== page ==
AFTER VIRTUE by ALASDAIR MACINTYRE
CHAPTER ONE – A DISQUIETING SUGGESTION
Thought experiment. Imagine that science was decimated. And later only the forms of it were known, but not the methodology or the reasons behind it. Neither a phenomenologist nor an existentialist would be able to detect the difference.
The language of morality is in the same state of grave disorder.
TO understand how this happened we need to trace the rise and fall in history. The term rise and fall imply standards. Standards of achievement and failure, order and disorder, divided into stages are what Hegel called philosophical history and what Collingwood takes all successful historical writing to be. This is not analytic or phenomenological.
CHAPTER TWO – THE NATURE OF MORAL DISAGREEMENT TODAY AND THE CLAIMS OF EMOTIVISM
Contemporary moral disagreements are done via disagreements that are interminable. There seems to be no rational ground for any of them.
A – A just war is one in which the good to be achieved outweighs the evils involved.
B – I cannot wish that my mother had an abortion with me so I cannot will it widely.
C- Justice demands equal opportunity.
These are listed with other contemporary positions. They all have three salient characteristics:
1 – They adopt the scientific logical formula of rigor. They are logically valid. But we have no way to decide between them.
2 – They purport to be impersonal rational arguments.
3 – The arguments have deep histories we should respect. But we go for moral pluralism complacently. The terms involved: ‘virtue’ ‘justice’ ‘ piety’ and ‘duty’ have changed their meanings over time.
It has gone from a state of order to disorder. This is shown in the lack of precision in meaning. The unhistorical treatment of such ideas means that Kant is no longer Prussian, Hume not Scottish.
But perhaps there is, then, no stability we can call upon.
One argument that would argue this point is emotivism.
‘Arson being destructive of property, is wrong.’ But the moral and the factual parts of this statement are distinct.
C.L. Stevenson is Emotivism’s most sophisticated proponent. He said that the sentence, ‘this is good’ means roughly the same thing as ‘I approve of this’. But by identifying the relevant kind of approval as moral approval the argument becomes circular. Approval is not necessarily moral.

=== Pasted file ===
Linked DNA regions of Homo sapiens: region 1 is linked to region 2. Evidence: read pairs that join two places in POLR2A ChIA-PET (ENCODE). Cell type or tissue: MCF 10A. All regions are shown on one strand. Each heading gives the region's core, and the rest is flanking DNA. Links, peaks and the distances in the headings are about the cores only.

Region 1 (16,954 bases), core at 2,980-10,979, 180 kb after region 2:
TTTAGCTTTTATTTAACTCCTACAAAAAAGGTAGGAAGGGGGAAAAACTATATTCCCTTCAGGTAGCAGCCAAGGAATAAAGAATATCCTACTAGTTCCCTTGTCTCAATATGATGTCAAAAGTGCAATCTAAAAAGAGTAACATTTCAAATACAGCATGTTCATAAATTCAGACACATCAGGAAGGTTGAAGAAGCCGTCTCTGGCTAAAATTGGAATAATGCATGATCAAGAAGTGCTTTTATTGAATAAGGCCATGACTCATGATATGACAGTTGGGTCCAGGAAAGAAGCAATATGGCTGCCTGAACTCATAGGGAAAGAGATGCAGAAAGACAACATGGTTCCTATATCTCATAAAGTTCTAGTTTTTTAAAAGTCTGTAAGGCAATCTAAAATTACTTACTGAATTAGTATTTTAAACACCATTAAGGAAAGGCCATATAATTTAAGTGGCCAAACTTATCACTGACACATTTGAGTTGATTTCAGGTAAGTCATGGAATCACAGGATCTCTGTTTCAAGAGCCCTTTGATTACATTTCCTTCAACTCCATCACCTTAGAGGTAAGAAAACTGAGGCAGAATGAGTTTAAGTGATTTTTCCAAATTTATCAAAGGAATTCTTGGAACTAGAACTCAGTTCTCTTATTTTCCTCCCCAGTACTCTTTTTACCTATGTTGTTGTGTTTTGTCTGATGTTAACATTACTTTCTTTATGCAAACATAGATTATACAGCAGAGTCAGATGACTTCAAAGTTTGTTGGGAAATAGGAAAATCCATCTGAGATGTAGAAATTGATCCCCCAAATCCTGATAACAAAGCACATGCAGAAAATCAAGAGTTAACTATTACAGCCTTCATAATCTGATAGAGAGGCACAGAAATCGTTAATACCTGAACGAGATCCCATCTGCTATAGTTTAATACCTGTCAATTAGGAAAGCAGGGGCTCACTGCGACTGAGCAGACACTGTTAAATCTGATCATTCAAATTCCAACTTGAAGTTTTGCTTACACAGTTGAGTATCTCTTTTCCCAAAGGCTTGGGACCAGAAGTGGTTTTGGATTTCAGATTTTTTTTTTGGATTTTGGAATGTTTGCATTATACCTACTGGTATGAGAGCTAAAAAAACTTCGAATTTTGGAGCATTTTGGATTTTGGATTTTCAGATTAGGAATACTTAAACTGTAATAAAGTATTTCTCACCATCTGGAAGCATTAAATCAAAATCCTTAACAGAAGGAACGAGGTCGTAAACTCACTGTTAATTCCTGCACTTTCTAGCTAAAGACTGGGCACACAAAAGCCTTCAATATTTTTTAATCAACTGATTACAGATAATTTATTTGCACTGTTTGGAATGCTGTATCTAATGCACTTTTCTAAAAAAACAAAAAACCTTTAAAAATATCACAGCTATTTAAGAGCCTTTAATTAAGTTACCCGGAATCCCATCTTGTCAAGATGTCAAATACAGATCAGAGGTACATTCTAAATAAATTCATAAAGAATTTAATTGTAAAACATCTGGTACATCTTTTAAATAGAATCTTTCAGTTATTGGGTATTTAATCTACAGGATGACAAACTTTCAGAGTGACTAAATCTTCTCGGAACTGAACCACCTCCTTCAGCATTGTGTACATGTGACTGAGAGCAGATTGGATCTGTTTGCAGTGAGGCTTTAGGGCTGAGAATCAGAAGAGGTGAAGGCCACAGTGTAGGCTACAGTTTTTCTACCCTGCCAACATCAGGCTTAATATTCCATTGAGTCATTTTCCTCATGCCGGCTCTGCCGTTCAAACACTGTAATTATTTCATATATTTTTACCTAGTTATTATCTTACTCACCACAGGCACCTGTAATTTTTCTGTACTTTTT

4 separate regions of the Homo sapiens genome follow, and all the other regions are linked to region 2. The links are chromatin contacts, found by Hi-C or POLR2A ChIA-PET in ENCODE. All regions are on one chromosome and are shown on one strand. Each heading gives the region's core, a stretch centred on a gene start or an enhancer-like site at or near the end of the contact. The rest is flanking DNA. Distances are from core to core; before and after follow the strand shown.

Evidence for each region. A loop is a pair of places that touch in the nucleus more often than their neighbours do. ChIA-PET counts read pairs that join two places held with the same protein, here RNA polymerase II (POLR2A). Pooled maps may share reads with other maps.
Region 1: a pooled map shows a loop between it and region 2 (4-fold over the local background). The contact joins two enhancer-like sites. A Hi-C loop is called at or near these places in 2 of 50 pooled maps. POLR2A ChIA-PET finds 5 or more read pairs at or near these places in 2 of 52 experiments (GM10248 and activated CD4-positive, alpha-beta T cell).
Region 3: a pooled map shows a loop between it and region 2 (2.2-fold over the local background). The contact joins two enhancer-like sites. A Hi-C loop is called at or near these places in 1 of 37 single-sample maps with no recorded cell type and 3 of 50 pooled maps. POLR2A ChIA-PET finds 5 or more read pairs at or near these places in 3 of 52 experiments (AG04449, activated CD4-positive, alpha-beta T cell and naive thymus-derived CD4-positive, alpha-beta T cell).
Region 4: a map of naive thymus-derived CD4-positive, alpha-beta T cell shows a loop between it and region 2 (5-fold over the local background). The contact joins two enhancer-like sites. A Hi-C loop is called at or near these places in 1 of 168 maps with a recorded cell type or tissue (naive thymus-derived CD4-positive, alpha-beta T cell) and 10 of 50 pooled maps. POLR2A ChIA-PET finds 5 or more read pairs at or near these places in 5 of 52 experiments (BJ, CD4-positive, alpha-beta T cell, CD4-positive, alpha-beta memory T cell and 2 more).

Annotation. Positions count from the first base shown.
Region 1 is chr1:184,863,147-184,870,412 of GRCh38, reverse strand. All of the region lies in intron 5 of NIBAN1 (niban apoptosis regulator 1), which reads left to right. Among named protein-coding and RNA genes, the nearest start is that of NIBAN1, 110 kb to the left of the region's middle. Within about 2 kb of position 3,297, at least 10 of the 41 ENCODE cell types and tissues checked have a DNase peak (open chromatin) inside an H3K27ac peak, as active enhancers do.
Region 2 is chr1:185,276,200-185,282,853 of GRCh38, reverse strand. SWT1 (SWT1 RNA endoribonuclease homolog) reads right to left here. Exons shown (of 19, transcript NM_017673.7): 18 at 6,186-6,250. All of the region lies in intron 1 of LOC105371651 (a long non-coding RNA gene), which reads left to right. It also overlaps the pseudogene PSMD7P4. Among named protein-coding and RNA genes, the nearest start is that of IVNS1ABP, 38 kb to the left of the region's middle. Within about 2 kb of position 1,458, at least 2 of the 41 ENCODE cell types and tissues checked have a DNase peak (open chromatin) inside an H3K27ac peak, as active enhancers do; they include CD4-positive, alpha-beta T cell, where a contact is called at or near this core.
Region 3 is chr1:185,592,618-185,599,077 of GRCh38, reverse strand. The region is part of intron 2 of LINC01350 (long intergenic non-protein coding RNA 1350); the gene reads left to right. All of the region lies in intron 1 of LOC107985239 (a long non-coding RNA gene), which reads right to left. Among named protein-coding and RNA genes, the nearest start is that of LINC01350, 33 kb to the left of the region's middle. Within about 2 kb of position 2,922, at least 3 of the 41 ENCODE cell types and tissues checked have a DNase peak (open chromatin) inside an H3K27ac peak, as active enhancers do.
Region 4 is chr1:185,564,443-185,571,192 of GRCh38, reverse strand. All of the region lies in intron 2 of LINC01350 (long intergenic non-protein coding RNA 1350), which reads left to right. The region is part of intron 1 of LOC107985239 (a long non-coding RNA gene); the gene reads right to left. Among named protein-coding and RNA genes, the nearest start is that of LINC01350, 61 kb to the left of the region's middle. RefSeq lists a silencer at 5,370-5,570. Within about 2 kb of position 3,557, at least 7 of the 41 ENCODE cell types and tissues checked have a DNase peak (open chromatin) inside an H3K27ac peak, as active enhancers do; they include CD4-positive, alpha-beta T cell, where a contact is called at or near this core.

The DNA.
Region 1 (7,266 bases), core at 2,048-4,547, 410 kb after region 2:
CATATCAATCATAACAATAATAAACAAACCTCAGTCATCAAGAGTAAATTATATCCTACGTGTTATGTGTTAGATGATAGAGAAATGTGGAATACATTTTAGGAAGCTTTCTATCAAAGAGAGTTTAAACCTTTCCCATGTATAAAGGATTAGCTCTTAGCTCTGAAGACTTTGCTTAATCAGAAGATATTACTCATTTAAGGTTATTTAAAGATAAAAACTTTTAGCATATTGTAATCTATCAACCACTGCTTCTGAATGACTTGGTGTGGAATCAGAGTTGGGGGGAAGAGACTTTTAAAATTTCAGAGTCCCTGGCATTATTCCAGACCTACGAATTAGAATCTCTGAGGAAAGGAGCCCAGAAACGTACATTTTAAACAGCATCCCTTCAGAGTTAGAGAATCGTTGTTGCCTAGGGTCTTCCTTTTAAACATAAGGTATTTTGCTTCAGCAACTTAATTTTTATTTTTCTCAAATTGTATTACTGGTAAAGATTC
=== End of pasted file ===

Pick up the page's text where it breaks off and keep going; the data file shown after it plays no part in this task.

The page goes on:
There are two other reasons for rejecting it. One is that it is dedicated to characterizing as equivalent in meaning two kinds of expressions which have different functions in our language. Good and moral aren’t the same. If I explain 7 x 7 = 49!! the emotive part has nothing to do with its meaning. Perhaps we should then just use emotive theory as a theory about use. Then the sentence is trying to influence someone.
Emotivism is an eighteenth century argument coming from Hume. Only in this century has it become a big one on its own. Intuitivism is it’s progenitor (by G. E. Moore).
Keynes and Wolfe and them loved it. Moore’s principia ethica said that good is indefinable. Secondly all is utilitarian. It just means such and such an action is the best. And third, the personal and aesthetic enjoyments are the best we can imagine.
Note that the three propositions are logically independent. One can be an intuitionist without being a utilitarian.
Their praise for this book was over the top silly. Why? It was only their own personal preference? They liked casting off the burdens of the past? Rejection is at the core of many of their writings. They see moral arguments as lost.
In contemporary argument too we see decisions being masks for personal preference. That is what Emotivism takes to be universally the case. It does it without investigation , because there are no standards to be discovered.
Emotivism failed amongst analytic philosophers for this reason. It is not a theory of the meaning of moral expressions.
Yet the opposite of emotivism is just that by which we have universal rules. And if you keep asking, “but why should I believe that?” you find no first principle. It will end in the expression of preferences of the individual will.
In saying that morality isn’t what it used to be, he says that people nowadays act as if emotivism were true. Lets discover the past to see the change.
CHAPTER THREE – EMOTIVISM: SOCIAL CONTENT AND SOCIAL CONTEXT
A moral philosophy characteristically presupposes a sociology. The questions and concepts are applied in a real world. This has oft been seen as the task of oral philosophy.
The social context of emotivism is based on the obliteration of any genuine distinction between manipulative and non manipulative social relations. To treat someone as an ends is to give them good reasons, but then let them decide. Emotivism is caught up in its own needs.
What would the world look like through emotivist eyes? It would make you a consumer. James is all about rich consuming aesthetes. The last enemy is boredom. Hence the bureaucratic need to steer themselves towards a cost benefit gain in order that it may survive. Questions of ends are questions of values. This is the emotivist style end that Weber says bureaucracies embody.
English morality plays and Japanese Noh plays possess stock characters that are immediately recognizable to the audience. The specific roles are specific to cultures.
They are not like roles in general. They have dramatic and moral associations. The centrality of characters sets cultures apart. The Victorian school master is one. The Prussian officer another. They are the moral representatives of their culture.
Individuals and roles embody morals and beliefs in their intentions. A catholic priest for example.
Often there is a distance between the individual and the character they embody.
In our own time our characters are emotivist. The bureaucrat and the rich aesthete being two. And we must also add the therapist.
The modern self, that is the emotivist self, finds o limits set to that on which it may pass judgment. It lacks any such criteria. The disagreements between different emotivists are smoothed over with the term pluralism.